"If brief enthusiasms can make independent booksellers seem fickle, some redemption may be found in our loyalty to individual authors. We often have longer memories than both chain retailers and publishers, and our customers’ support depends on our taste as much as our efficiency. Hot news quickly cools, but the favourites abide: Shirley Hazzard, Javier Marías, Robert Edric, William Maxwell, Penelope Fitzgerald."So begins an article in the most recent issue of Slightly Foxed (no. 22) on an author I have long enjoyed, Barry Unsworth. Reading the article last weekend, though, I was struck by the coincidence that I had on my last library visit chosen a book by a writer hitherto unknown to me, Robert Edric, and there he was being recommended by John de Falbe.
In Gathering the Water, set in 1847, the narrator, Charles Weightman, is so alienated by grief at the death of his fiancée that he regards moving to a Yorkshire valley to oversee its flooding as an acceptable “new start”. Here, regarded with hostility by the villagers whose eviction he is to superintend, he forms an alliance of sorts with another outsider, a woman caring for her mad sister. Actually, Mary Latimer isn’t really an outsider in the literal sense – she was brought up in the valley but moved away, and has only recently returned. Her alienation is every bit as great, though, since with the loss of their already crumbling home, she will be forced to send her sister to an asylum. She and Charles do not become friends, they are simply bound by their isolation and by the weight of their pasts.
This is, in all sorts of ways, a difficult book. For a start, it is 250 pages of unrelenting oppression, not a single moment of lightness or warmth that I can recall. The writing is sparse, there is no grandiose description such as you might expect from a historical novel, no set pieces to indicate place or community. Dialogue is elliptical and indeterminate. I wasn’t entirely sure what Weightman was there to do, and neither, I think, was anyone else. This is writing that conveys more in the absences than in what is there: here are events which seem to have significance, yet are never explained, relying instead on the weight (there is that word again) of impression to convey a brooding sense of tragedy. Again subverting the historical novel, there is nothing epic about this tragedy, but rather dirt and ordinariness and inevitability, the villagers’ realistic expectation of inadequate compensation, Charles’s uncertainty about the real remit laid upon him by his indifferent Board. All conversation turns to loss. This is a novel, not of purification by grief and adversity, but of bathos.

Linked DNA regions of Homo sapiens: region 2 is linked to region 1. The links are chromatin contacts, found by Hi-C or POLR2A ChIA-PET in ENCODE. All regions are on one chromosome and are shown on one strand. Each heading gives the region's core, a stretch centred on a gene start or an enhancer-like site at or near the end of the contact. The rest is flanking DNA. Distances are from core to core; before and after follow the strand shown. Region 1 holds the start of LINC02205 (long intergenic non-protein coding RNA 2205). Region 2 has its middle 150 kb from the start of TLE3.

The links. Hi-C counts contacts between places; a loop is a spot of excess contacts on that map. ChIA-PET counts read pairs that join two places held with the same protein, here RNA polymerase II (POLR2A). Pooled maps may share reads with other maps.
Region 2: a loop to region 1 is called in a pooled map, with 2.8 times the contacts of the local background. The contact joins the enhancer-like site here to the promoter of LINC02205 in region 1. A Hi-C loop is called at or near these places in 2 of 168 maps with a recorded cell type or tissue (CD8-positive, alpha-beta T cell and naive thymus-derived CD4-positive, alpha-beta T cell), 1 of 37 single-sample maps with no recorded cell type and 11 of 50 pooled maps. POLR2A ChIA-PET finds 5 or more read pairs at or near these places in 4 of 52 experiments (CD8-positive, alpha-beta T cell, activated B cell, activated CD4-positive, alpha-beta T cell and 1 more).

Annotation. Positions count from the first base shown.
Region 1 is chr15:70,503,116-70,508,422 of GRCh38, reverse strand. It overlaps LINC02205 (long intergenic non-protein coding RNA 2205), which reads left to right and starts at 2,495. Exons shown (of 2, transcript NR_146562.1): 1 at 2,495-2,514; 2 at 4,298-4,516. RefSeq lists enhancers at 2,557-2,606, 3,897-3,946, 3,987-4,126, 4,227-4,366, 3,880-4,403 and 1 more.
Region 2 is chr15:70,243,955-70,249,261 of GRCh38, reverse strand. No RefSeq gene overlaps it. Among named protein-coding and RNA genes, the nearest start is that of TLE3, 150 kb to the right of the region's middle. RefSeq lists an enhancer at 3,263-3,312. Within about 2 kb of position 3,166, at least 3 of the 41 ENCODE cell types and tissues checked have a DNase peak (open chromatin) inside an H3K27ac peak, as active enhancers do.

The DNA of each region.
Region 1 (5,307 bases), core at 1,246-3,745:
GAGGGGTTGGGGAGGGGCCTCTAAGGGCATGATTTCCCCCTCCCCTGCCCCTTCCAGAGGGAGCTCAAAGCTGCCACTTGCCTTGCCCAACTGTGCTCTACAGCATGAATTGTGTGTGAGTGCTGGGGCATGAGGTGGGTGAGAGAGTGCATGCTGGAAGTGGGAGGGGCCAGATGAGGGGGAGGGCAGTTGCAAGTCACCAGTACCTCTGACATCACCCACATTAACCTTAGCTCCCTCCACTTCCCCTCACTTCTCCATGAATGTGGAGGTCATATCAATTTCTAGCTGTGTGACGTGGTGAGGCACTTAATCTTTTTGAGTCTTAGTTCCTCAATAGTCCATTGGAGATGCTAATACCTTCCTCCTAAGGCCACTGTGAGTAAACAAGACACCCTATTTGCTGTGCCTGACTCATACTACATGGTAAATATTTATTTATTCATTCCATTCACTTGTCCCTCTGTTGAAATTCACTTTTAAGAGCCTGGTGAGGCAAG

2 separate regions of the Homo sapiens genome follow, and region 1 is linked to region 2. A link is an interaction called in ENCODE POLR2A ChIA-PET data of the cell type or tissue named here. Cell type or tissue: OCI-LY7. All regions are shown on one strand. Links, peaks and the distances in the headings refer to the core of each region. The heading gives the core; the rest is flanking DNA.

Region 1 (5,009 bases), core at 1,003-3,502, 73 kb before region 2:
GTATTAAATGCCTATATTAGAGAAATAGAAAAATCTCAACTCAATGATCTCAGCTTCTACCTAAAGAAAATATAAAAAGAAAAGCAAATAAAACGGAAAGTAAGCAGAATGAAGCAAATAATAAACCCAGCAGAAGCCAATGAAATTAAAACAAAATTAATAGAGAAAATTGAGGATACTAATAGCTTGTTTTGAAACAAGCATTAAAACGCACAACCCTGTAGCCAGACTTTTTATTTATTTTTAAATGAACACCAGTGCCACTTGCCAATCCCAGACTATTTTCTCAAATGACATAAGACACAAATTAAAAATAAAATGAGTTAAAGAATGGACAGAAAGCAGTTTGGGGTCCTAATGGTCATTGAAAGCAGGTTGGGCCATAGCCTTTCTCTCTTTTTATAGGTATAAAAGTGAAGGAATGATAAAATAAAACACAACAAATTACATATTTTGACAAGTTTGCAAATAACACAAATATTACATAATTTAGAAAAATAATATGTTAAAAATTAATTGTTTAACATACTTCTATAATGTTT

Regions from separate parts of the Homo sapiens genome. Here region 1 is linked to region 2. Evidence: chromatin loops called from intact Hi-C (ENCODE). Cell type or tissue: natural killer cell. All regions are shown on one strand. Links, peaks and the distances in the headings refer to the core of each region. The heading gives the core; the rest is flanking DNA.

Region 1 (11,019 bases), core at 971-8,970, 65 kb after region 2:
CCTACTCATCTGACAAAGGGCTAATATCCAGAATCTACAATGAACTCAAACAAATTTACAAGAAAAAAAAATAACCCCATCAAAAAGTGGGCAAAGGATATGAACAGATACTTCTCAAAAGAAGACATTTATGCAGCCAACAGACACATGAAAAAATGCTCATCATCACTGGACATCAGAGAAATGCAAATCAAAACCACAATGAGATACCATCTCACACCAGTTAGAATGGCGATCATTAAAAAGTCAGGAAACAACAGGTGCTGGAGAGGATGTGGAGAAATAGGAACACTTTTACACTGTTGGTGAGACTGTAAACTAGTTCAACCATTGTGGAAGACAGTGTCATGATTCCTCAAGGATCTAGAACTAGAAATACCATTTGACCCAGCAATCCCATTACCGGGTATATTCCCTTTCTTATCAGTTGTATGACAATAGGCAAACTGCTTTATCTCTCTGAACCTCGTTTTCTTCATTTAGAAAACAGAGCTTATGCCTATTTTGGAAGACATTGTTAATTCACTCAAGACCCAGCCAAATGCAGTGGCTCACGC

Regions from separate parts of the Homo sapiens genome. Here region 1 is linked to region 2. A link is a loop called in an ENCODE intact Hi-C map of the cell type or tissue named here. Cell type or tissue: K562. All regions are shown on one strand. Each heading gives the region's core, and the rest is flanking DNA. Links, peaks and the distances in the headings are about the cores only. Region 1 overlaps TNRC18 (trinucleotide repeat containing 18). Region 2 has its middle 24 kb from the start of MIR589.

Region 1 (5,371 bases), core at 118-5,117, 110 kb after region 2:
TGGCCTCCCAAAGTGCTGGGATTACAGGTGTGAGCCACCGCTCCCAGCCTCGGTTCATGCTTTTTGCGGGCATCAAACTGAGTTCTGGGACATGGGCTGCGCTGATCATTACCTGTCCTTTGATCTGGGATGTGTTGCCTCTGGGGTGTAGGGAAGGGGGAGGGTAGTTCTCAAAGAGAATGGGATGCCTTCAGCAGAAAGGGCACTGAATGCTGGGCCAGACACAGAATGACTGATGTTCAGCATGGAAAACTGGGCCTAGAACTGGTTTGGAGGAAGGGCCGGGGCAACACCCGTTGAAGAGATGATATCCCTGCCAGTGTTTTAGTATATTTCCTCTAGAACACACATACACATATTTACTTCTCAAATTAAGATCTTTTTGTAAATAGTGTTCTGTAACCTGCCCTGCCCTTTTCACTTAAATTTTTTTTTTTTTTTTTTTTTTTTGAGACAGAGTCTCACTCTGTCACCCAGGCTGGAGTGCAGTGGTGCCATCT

All this might suggest that there is no pleasure in reading Gathering the Water, but that is not the case. While it is evident that Edric is an author who expects work from his readers, there is no lack of generosity here – you are not left, as in some books, with an aggrieved feeling that you haven’t been given enough information. Where meaning seems unclear it is not that the narrator is wilfully withholding what you want to know, it is rather that it is too painful to address, or that he has failed to penetrate the murk himself. Moreover, there is grace and precision in the writing, and always a sense that the writer is in control, with a narrow focus on the task in hand – no unnecessary flourish, nothing of the baroque. The language and imagery reflect the setting:
I asked them their names. Most of the people here shared the same ten or a dozen Christian and surnames. As in all other things, there was no superfluity here, no exotic flowering amid the grasses and reeds. There were Riggs and Cloughs, Lumbs and Cleggs and Scales, all of which might just as likely have been the names of the features around them; thus were the two – people and place – bred into each other.Edric has written a number of other novels with historical settings, as well as a trilogy of detective stories set in Hull.